Family / Kids / Parenting

Dear Baseball, Thank You

My Boys of Summer

My Boys of Summer

Dear Baseball,

This summer sucked, in so many ways. My wife Tracie moved out. Our kids now split their time between two households. And while I am grateful beyond measure that this transition has remained amicable, there are no two ways about it: separation, no matter how “friendly,” still hurts like hell.

A few things have helped me stay grounded during the upheaval:

  1. Early morning meditation.
  2. The support of friends and family.
  3. Yoga classes at a studio where no one seems to mind my new style, “Crying Yoga,” a practice that requires nothing more than a mat, a box of tissues, and a willingness to burst into tears in front of strangers.
  4. You, Baseball.

Throughout this summer, more evenings than not, Baseball, you have found me on the back lawn, wearing a mitt I hadn’t touched since I was thirteen years old, playing ball with my kids.

I’m not sure what I’ve liked better, Baseball—the “How’s life going?” chats we’ve had while playing catch, punctuated by the rhythmic thwack of the ball hitting our leather gloves; the boys mumbling into their mitts, strategizing ways to strike me out; or watching them act out the highlight moments of their favorite San Francisco Giants players, while the setting sun edges their silhouettes in gold light.

Baseball, autumn is on its way, capping our sweltering Indian Summer days with chilly nights, the sun falling behind the mountains earlier and earlier as we work our way through September. Only a handful of games remain on the MLB schedule. Our team’s season of hard-earned triumphs and agonizing losses is all but over, and already I’m feeling nostalgic for it.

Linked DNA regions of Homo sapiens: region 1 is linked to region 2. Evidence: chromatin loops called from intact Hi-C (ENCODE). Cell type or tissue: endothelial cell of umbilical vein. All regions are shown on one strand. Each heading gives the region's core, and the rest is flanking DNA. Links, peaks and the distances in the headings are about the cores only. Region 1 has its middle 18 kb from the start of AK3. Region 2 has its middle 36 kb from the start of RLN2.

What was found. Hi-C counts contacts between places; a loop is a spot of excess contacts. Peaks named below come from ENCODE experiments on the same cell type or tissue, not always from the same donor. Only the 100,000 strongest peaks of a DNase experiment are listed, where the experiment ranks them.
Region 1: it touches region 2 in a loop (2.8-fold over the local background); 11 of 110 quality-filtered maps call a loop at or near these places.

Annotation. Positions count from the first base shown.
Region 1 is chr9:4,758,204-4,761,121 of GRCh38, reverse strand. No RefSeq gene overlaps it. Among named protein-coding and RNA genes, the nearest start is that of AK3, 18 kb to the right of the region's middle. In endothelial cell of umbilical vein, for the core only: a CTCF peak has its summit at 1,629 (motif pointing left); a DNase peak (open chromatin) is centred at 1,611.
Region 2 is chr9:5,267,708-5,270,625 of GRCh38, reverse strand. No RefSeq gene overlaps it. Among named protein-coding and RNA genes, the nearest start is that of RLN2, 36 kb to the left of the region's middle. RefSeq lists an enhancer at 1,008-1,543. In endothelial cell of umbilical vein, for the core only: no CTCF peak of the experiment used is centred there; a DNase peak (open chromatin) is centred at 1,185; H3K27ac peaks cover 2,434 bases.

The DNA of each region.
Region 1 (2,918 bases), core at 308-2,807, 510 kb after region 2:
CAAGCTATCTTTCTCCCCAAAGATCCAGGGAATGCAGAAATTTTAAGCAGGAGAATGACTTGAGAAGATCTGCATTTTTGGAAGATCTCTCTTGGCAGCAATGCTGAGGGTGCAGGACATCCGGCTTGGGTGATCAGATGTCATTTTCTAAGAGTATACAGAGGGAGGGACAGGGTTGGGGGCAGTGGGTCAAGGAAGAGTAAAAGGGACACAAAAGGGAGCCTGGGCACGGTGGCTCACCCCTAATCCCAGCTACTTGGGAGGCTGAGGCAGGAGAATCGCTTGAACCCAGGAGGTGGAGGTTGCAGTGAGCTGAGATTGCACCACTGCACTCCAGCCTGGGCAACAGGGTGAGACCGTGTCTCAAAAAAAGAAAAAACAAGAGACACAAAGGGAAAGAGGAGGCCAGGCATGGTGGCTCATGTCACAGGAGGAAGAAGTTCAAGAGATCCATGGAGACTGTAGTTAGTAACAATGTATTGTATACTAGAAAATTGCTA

Tonight, as has become our routine, after drum lessons and homework and dinner, the boys and I brought our radio out to the back porch so we could listen to the Giants’ game as we played Three Flies Up and Monkey in the Middle.

Tonight, I took a good look at my guys—their playful trash talking, the giggling and goofing, their joy over a heroic catch, their slow motion re-enactments, just in case I missed it the first time.

This happened, too, I thought. Ten years from now, I might remember Summer 2014 as The Summer My Marriage Broke. But I want to remember this, as well: throughout these months of loss and grief and fear and change and growth, this happened, too. And for that, Baseball, I thank you.

PHOTO CREDIT: CHERYL DUMESNIL

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One Comment

  1. Jan Kaminsky says:

    Lovely.

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